When Andrea Patino Galindo graduated from high school in Mexico, she didn’t know what she wanted to study in college – but she knew she wanted to learn English.
So she came north to work as an au pair, caring for three children in Sudbury. The town had few Spanish speakers, so she taught herself English by reading romance novels, watching TV shows with Spanish subtitles and asking the children to correct her mistakes. She also took an accounting class at MassBay Community College in Framingham. 
“I immersed myself in American culture and read a lot of books,” she says.
After two years, Patino Galindo returned home to Mexico and then applied to Middlesex Community College in Bedford, where she began studying business administration. 
Her first-semester grades were excellent, so her advisor recommended that she meet with History Prof. David Kalivas, head of the college’s Commonwealth Honors Program. He explained the program’s benefits, including small seminars and rigorous research papers and projects. 
She joined. It was uphill going at first, but the seminars greatly improved her English, both written and spoken. After earning her associate degree at Middlesex, she transferred to UMass Lowell.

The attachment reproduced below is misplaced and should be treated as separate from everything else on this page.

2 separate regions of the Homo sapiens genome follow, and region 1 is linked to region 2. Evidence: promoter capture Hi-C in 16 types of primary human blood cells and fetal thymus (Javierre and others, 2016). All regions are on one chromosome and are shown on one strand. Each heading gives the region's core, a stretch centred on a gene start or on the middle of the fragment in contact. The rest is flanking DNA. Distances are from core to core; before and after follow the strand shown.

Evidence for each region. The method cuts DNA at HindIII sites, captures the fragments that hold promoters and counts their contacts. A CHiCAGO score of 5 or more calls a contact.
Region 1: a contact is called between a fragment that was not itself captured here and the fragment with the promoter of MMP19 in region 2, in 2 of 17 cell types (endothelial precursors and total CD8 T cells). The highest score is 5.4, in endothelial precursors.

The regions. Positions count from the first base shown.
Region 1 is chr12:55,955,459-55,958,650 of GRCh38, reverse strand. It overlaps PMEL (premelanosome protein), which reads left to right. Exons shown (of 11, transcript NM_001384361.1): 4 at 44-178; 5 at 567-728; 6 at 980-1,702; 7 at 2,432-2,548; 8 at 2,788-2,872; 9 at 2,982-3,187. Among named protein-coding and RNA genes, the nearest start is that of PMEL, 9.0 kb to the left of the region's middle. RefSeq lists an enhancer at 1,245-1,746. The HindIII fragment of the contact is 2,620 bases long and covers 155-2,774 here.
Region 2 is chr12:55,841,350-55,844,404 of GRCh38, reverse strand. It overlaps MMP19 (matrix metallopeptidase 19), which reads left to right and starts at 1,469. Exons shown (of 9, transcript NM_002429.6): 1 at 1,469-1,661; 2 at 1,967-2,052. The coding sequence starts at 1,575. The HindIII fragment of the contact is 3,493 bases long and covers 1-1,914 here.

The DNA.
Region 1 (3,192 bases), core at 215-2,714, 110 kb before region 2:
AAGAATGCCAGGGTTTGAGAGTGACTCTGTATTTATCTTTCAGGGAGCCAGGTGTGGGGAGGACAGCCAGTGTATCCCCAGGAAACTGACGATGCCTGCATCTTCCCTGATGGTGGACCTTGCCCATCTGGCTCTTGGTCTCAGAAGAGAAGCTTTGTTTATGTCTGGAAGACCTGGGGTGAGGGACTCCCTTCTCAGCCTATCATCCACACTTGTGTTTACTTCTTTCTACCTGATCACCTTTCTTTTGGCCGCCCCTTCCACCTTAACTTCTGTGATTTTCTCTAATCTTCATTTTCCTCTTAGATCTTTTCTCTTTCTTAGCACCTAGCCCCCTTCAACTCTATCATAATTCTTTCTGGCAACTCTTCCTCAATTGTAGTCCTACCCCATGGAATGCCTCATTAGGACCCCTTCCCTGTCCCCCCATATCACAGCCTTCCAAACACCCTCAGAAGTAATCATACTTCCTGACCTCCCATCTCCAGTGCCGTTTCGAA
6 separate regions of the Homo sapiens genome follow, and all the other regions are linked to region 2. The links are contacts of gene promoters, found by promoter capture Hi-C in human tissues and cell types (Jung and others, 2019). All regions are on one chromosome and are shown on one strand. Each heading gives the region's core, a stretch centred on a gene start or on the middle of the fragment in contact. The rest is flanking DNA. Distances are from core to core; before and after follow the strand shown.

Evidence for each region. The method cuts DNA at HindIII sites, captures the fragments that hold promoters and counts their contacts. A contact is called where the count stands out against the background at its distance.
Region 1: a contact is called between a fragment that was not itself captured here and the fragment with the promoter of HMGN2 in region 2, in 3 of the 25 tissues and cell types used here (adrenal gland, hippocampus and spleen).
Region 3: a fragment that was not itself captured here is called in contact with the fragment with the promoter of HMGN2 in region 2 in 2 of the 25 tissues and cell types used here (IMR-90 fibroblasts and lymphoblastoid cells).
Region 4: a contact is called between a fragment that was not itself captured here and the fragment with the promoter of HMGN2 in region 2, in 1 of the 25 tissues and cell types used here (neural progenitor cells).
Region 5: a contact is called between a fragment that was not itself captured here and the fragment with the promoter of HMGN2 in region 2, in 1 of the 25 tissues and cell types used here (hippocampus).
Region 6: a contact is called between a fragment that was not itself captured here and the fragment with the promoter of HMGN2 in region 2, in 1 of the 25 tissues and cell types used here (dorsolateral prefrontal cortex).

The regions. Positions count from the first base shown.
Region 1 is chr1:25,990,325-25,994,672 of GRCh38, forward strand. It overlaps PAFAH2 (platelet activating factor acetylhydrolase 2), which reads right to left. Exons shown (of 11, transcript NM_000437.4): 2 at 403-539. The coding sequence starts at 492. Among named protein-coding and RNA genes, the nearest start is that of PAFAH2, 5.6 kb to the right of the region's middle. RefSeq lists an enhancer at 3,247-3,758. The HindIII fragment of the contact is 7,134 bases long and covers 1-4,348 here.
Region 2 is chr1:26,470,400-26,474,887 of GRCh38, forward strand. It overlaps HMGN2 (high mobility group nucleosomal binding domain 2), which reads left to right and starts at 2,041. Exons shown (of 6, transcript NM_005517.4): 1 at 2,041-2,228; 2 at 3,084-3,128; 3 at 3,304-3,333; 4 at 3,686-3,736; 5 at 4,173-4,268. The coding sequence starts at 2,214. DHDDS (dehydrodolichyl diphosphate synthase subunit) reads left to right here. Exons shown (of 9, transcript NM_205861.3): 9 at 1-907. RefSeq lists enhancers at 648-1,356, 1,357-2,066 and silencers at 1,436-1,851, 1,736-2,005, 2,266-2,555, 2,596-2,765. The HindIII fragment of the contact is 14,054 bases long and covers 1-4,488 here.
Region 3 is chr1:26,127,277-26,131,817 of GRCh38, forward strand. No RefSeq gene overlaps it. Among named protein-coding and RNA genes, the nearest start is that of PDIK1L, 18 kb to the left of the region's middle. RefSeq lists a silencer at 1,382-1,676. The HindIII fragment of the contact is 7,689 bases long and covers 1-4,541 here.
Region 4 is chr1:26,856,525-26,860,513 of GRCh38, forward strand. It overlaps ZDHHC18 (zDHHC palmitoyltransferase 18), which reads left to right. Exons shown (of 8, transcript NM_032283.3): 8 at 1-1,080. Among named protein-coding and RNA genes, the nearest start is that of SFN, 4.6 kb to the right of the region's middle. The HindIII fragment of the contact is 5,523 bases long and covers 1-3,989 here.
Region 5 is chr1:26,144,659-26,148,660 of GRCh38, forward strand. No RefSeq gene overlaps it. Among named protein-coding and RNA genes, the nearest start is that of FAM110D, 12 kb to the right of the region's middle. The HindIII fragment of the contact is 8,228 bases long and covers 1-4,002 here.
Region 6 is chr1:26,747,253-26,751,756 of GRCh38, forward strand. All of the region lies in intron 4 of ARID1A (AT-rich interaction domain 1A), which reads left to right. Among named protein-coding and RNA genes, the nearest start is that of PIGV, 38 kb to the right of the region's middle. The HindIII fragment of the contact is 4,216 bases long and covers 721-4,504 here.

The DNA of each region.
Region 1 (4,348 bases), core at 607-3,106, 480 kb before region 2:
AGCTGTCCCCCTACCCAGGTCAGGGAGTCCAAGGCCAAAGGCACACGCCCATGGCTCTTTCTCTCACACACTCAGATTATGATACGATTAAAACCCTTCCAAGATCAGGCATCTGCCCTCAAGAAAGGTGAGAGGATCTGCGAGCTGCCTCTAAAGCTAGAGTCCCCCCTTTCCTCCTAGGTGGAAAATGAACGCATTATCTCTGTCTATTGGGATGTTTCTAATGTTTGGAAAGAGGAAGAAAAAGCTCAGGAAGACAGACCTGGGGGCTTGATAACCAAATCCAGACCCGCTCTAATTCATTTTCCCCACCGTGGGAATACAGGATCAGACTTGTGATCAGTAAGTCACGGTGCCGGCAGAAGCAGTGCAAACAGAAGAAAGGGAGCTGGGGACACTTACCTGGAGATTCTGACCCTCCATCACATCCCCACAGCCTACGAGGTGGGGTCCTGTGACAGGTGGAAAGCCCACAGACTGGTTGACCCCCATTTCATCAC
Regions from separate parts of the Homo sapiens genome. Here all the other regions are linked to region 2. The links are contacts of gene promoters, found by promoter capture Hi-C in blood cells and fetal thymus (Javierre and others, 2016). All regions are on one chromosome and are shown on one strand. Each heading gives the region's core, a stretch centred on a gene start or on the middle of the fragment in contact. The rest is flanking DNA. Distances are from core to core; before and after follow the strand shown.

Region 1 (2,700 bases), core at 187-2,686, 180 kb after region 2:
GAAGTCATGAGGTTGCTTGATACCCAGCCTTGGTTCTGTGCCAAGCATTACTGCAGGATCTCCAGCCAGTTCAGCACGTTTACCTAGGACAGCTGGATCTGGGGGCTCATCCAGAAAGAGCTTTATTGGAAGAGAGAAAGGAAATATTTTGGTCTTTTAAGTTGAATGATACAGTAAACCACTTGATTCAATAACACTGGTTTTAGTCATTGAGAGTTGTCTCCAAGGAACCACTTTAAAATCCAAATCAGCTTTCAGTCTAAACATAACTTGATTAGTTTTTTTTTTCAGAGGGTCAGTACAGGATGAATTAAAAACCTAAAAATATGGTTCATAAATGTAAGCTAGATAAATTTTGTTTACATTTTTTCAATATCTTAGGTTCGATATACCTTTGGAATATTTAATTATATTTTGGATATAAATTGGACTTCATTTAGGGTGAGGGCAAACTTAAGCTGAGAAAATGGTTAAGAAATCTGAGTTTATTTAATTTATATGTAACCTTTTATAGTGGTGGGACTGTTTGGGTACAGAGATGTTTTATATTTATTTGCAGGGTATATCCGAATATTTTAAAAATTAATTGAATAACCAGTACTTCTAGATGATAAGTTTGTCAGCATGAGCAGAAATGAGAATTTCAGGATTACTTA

It was a smooth transition. Patino Galindo says the Honors Program at Middlesex helped prepare her for rigorous honors classes at UMass Lowell, where she’s now a business administration major with concentrations in finance and international business. It also helped her win an international student scholarship.
“I’ve been very lucky,” she says. “The Honors Program made me understand what I was capable of, stop doubting myself and realize what I could do. I was ready.”
Here, she’s greatly enjoyed honors classes in business ethics and organizational behavior, as well as a winter term course on nonprofit management that took her and a dozen other students to Houston, where they worked with All Hands and Hearts to build homes for victims of Hurricane Harvey.
“These are the classes I love taking – classes that challenge your thinking, that make you have these insightful conversations,” she says. “You come to college to interact with other students. There’s a lot of talent and intelligence, and if you can share that, everyone gets a piece of it.”
She misses her family, and her family misses her. So Patino Galindo returns home every summer and applies her accounting know-how as a bookkeeper for father, an engineer who builds homes. She also teaches swimming at a summer camp and bakes and sells custom cakes for special occasions.
She doesn’t know where she will end up after graduation, but she’s applying for an internship at Fidelity and hopes to work in corporate finance.
“I love math and numbers,” she says. “There’s a lot of opportunity there.”

Manning School of Business